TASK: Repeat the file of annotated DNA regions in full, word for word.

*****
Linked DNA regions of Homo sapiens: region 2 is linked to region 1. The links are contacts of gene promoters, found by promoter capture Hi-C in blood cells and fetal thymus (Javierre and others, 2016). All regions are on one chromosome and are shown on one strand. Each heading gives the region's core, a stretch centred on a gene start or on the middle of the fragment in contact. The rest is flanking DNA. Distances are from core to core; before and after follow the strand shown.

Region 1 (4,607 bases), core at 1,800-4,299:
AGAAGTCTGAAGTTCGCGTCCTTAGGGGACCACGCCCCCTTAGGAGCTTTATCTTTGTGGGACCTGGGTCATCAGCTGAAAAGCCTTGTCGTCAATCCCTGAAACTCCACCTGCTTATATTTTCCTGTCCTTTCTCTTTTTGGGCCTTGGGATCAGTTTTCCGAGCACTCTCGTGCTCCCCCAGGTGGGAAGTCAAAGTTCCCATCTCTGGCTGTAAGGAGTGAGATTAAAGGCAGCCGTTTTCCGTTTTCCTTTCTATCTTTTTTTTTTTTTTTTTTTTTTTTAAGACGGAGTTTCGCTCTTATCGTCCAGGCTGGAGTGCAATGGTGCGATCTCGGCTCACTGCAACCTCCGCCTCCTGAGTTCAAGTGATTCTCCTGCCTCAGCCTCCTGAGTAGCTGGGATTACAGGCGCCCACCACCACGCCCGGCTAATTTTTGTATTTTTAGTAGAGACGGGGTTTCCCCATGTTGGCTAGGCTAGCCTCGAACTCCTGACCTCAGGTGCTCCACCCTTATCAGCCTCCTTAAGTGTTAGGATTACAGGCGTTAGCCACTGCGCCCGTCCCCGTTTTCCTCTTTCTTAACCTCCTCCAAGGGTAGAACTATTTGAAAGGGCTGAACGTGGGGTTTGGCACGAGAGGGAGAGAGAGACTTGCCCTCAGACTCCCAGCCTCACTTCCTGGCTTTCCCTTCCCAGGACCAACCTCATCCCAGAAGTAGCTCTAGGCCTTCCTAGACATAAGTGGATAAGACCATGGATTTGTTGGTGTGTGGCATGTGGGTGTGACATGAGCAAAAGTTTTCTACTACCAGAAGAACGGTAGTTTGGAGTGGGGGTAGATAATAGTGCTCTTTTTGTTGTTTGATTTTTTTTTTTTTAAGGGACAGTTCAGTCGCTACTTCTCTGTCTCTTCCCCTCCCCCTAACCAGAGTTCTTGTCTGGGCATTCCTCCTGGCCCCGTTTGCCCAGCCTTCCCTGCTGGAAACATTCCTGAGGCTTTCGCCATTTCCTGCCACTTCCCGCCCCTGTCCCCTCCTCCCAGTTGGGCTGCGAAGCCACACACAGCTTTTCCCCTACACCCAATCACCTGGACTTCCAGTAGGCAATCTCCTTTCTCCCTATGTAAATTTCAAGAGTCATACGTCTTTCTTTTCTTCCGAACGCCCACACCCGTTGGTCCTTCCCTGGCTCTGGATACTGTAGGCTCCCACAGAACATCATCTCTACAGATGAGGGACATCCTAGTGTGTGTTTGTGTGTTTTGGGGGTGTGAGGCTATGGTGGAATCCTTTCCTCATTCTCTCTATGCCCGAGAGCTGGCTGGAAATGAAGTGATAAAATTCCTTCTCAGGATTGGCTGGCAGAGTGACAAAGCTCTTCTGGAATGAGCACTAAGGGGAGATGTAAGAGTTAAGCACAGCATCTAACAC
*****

Linked DNA regions of Homo sapiens: region 2 is linked to region 1. The links are contacts of gene promoters, found by promoter capture Hi-C in blood cells and fetal thymus (Javierre and others, 2016). All regions are on one chromosome and are shown on one strand. Each heading gives the region's core, a stretch centred on a gene start or on the middle of the fragment in contact. The rest is flanking DNA. Distances are from core to core; before and after follow the strand shown.

Region 1 (4,607 bases), core at 1,800-4,299:
AGAAGTCTGAAGTTCGCGTCCTTAGGGGACCACGCCCCCTTAGGAGCTTTATCTTTGTGGGACCTGGGTCATCAGCTGAAAAGCCTTGTCGTCAATCCCTGAAACTCCACCTGCTTATATTTTCCTGTCCTTTCTCTTTTTGGGCCTTGGGATCAGTTTTCCGAGCACTCTCGTGCTCCCCCAGGTGGGAAGTCAAAGTTCCCATCTCTGGCTGTAAGGAGTGAGATTAAAGGCAGCCGTTTTCCGTTTTCCTTTCTATCTTTTTTTTTTTTTTTTTTTTTTTTAAGACGGAGTTTCGCTCTTATCGTCCAGGCTGGAGTGCAATGGTGCGATCTCGGCTCACTGCAACCTCCGCCTCCTGAGTTCAAGTGATTCTCCTGCCTCAGCCTCCTGAGTAGCTGGGATTACAGGCGCCCACCACCACGCCCGGCTAATTTTTGTATTTTTAGTAGAGACGGGGTTTCCCCATGTTGGCTAGGCTAGCCTCGAACTCCTGACCTCAGGTGCTCCACCCTTATCAGCCTCCTTAAGTGTTAGGATTACAGGCGTTAGCCACTGCGCCCGTCCCCGTTTTCCTCTTTCTTAACCTCCTCCAAGGGTAGAACTATTTGAAAGGGCTGAACGTGGGGTTTGGCACGAGAGGGAGAGAGAGACTTGCCCTCAGACTCCCAGCCTCACTTCCTGGCTTTCCCTTCCCAGGACCAACCTCATCCCAGAAGTAGCTCTAGGCCTTCCTAGACATAAGTGGATAAGACCATGGATTTGTTGGTGTGTGGCATGTGGGTGTGACATGAGCAAAAGTTTTCTACTACCAGAAGAACGGTAGTTTGGAGTGGGGGTAGATAATAGTGCTCTTTTTGTTGTTTGATTTTTTTTTTTTTAAGGGACAGTTCAGTCGCTACTTCTCTGTCTCTTCCCCTCCCCCTAACCAGAGTTCTTGTCTGGGCATTCCTCCTGGCCCCGTTTGCCCAGCCTTCCCTGCTGGAAACATTCCTGAGGCTTTCGCCATTTCCTGCCACTTCCCGCCCCTGTCCCCTCCTCCCAGTTGGGCTGCGAAGCCACACACAGCTTTTCCCCTACACCCAATCACCTGGACTTCCAGTAGGCAATCTCCTTTCTCCCTATGTAAATTTCAAGAGTCATACGTCTTTCTTTTCTTCCGAACGCCCACACCCGTTGGTCCTTCCCTGGCTCTGGATACTGTAGGCTCCCACAGAACATCATCTCTACAGATGAGGGACATCCTAGTGTGTGTTTGTGTGTTTTGGGGGTGTGAGGCTATGGTGGAATCCTTTCCTCATTCTCTCTATGCCCGAGAGCTGGCTGGAAATGAAGTGATAAAATTCCTTCTCAGGATTGGCTGGCAGAGTGACAAAGCTCTTCTGGAATGAGCACTAAGGGGAGATGTAAGAGTTAAGCACAGCATCTAACAC